Mike on the streets... ...and off

In 2003, college students Mike Yankoski and Sam Purvis voluntarily became homeless in order to experience what life is like for the poor in America. For five months, both men traveled through five different cities with bare essentials and two acoustic guitars. Singing worship songs while panhandling, Mike and Sam got to know homeless people and saw firsthand whether churches respond to their needs. Below are excerpts from "Under the Overpass," Mike's book about his travels.

Washington D.C. * San Francisco * Phoenix


Communion on an Empty Stomach

Breakfast is the most important meal of the day, especially when you didn’t eat the night before.

Sam on the steps
of a church
In D.C., the only place we found to get breakfast on Sundays was at an Episcopal church in the heart of the city. The old church’s oak pews were at least softer than concrete, and seemed almost welcoming after a night on the sidewalk.

Each morning, a female priest spoke briefly on the passage of the day while more than a hundred homeless men and women sat scattered through the sanctuary, enduring the mandatory service. Some rocked slowly back and forth. Others talked to themselves, or coughed incessantly. Some slept quietly, others snored loudly. Some escaped to the sounds of heavy metal in their headphones. Some actually listened, and you’d hear an occasional “Amen” ringing out through the expansive sanctuary, usually well after the priest had begun her next sentence.

One Sunday, the priest offered communion, and about 40 of us ragged souls walked up and kneeled down around the pulpit. I knelt next to a huge man who had been seated in front of me. His broad shoulders and large, rough hands told of a lifetime of hard labor. The wrinkles in his weathered face were thrown into dark relief by the dirt that had collected in them. His long graying hair and beard were stained and thick with debris.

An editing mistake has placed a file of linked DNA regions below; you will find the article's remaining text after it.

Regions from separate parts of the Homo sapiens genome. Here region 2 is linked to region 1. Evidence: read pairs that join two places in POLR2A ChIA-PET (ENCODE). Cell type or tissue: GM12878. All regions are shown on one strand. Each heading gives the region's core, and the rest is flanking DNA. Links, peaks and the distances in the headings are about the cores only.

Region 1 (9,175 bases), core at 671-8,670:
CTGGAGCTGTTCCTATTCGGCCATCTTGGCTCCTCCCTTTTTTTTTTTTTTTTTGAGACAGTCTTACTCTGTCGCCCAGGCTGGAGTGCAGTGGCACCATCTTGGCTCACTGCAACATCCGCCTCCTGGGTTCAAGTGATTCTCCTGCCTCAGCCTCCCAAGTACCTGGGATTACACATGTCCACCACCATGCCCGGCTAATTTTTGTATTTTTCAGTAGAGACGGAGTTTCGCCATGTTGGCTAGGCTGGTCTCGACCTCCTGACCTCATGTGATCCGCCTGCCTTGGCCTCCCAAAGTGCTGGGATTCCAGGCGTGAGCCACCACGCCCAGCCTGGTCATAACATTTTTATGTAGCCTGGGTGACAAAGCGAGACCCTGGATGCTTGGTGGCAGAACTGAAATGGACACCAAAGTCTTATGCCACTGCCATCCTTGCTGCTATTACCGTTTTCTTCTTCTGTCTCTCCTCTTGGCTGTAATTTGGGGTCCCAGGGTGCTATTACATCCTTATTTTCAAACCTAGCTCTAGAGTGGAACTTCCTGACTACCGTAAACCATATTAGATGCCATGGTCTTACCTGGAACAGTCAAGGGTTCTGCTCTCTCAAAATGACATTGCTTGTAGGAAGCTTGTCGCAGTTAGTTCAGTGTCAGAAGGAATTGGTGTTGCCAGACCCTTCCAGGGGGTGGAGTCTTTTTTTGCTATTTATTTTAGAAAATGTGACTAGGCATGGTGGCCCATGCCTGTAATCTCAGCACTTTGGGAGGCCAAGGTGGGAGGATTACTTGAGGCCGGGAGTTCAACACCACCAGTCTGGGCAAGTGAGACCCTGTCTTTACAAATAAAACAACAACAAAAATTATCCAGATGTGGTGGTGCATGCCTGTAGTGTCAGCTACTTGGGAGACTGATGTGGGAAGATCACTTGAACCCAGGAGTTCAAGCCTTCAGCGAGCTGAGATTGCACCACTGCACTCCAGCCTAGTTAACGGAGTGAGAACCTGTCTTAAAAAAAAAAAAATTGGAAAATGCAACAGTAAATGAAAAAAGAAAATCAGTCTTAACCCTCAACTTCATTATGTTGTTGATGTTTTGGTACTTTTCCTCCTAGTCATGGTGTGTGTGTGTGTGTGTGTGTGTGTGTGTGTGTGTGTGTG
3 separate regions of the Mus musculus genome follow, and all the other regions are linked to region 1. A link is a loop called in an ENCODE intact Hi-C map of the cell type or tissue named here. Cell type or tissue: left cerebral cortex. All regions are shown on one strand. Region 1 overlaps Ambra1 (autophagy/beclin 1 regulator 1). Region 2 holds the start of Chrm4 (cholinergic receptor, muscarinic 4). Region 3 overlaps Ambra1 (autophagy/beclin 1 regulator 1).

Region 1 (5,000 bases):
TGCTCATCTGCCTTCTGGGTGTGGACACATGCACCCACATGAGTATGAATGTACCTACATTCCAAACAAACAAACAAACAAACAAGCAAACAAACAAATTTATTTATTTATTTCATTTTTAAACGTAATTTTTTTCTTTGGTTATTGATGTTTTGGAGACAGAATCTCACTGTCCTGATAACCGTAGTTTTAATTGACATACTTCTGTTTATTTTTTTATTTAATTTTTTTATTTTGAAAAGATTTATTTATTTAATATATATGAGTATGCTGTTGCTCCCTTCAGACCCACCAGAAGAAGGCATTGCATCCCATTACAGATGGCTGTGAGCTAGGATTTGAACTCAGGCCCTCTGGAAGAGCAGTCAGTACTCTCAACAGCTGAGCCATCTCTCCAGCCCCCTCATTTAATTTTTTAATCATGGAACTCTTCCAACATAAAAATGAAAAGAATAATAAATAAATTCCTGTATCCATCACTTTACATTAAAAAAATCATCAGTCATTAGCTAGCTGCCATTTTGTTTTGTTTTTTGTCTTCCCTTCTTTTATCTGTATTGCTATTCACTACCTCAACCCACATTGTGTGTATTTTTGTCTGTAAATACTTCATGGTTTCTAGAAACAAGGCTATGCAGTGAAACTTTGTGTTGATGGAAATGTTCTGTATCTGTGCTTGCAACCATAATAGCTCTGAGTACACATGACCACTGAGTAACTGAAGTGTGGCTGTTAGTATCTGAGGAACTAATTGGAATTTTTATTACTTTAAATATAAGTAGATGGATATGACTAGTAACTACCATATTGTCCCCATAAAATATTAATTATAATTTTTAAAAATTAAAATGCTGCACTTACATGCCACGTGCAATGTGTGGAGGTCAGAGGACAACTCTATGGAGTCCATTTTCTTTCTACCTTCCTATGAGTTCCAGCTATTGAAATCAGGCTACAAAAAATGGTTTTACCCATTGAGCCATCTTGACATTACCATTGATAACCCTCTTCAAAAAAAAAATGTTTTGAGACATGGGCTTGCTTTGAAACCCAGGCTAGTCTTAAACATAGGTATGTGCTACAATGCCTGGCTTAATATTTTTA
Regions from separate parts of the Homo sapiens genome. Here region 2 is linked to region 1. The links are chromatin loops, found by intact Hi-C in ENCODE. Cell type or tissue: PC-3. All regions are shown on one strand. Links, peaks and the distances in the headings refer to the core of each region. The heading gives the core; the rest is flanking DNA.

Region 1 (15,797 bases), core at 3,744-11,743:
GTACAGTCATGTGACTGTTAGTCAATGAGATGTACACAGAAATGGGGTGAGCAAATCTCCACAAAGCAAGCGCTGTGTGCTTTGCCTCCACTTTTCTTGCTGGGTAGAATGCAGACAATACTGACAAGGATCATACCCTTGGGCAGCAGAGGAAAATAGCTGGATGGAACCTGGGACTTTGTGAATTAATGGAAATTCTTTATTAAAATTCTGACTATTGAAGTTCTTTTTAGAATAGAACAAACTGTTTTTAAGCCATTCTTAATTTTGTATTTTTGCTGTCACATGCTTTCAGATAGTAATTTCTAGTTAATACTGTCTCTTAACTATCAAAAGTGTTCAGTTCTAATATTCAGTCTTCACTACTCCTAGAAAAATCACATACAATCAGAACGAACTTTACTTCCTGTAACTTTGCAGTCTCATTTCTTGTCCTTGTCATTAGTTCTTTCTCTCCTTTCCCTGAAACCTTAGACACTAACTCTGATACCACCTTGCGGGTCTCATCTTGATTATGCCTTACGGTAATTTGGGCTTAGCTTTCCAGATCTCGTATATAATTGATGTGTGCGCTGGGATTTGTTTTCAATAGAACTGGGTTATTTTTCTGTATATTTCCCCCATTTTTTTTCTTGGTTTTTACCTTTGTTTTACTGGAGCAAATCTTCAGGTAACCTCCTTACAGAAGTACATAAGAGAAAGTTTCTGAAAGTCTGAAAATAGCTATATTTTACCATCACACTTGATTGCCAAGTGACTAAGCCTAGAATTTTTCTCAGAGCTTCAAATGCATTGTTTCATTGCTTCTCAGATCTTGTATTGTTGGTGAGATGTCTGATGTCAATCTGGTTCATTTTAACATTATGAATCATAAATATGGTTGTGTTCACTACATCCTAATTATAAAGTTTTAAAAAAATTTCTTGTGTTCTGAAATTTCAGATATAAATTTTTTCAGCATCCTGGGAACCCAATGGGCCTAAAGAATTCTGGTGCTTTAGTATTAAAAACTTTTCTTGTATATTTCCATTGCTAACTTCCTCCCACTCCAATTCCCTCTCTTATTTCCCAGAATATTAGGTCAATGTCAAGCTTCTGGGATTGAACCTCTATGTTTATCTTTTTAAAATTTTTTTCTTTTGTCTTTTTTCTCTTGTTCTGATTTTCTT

As I knelt beside him, he started coughing violently, a thick gurgle rising from his lungs between convulsions. He braced himself against the floor with both hands until he could regain his composure, then he wiped his eyes, shifted back to a kneeling position, and waited.

The priest moved quietly around the circle, leaning down to each person. “This is the body of Christ, which was broken for you,” she said, looking each in the eye. Then she came around again with the cup. “This is the blood of Christ, which was shed for you.” The white of her cloak shone brilliantly against our filth.

Mike's sandal, held
together with tape
By the time she brought the cup to the big guy next to me, he was back on his hands again, struggling for breath. She stopped directly in front of him and waited for him to rise. When he could look up at her, she held the shining silver cup as he put it to his lips. I heard him swallow, and as he handed the cup back to the priest, two drops of wine ran down his mustache and disappeared into his beard.

The priest wiped the cup where he had received and stepped in front of me. "This is the blood of Christ..."

I’d never taken communion on an empty stomach before. The cup burns when you’re hungry. It goes deeper, quicker, when there’s nothing to stop it.

The priest moved on, and with a deep sigh, the big man next to me crossed his chest and pushed himself to his feet. I rose too, and before we walked back to our seats, we caught each other’s gaze and nodded.